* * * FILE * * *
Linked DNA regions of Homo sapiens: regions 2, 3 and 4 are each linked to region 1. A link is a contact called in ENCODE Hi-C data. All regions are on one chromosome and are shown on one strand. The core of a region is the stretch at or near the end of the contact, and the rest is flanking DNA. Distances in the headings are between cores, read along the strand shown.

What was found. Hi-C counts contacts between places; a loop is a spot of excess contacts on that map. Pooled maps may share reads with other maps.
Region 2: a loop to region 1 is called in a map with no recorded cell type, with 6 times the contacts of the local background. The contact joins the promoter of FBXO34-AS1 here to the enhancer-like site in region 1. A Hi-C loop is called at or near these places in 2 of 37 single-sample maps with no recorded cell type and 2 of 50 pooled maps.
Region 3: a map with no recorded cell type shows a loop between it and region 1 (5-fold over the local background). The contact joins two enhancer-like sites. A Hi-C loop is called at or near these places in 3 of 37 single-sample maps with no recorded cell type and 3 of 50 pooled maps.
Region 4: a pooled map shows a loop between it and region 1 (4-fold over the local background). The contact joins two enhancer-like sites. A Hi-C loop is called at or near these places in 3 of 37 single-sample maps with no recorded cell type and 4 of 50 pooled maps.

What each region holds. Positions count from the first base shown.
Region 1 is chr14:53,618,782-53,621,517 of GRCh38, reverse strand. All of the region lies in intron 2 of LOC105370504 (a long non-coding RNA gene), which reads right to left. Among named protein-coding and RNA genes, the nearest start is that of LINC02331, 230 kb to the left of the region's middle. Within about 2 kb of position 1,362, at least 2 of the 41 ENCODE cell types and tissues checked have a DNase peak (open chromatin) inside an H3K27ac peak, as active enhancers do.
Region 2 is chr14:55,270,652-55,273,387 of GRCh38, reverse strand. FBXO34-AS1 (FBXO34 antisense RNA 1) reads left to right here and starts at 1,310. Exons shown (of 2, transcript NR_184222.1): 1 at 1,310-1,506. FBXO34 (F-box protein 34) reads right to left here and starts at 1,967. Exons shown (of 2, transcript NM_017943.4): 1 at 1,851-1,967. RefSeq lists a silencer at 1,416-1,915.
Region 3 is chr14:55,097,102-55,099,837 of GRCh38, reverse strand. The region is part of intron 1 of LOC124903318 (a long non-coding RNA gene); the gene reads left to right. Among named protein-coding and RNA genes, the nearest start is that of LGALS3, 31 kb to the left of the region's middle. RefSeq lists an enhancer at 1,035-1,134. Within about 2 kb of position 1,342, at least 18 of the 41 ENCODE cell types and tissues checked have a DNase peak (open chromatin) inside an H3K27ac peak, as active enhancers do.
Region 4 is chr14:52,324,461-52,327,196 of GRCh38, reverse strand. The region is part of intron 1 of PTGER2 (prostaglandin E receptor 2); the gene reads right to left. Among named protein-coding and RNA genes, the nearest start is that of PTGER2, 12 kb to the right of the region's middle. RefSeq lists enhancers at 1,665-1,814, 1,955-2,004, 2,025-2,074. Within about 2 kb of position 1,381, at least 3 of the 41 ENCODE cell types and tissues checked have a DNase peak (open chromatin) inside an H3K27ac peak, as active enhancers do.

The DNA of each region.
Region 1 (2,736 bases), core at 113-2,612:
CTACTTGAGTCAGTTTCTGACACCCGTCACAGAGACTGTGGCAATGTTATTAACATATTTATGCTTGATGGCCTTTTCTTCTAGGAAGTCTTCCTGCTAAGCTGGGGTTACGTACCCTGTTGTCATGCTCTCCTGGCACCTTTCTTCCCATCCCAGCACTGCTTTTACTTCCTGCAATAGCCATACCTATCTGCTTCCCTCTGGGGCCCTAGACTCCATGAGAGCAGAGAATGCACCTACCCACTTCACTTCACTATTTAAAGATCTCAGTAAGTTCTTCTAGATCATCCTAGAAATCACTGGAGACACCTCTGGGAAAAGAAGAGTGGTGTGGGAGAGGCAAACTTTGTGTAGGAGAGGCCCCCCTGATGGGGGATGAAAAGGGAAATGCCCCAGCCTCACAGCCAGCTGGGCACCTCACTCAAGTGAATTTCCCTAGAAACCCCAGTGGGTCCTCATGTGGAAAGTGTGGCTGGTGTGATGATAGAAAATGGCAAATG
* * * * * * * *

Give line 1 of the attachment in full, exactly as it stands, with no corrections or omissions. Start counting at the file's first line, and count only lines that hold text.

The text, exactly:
Linked DNA regions of Homo sapiens: regions 2, 3 and 4 are each linked to region 1. A link is a contact called in ENCODE Hi-C data. All regions are on one chromosome and are shown on one strand. The core of a region is the stretch at or near the end of the contact, and the rest is flanking DNA. Distances in the headings are between cores, read along the strand shown.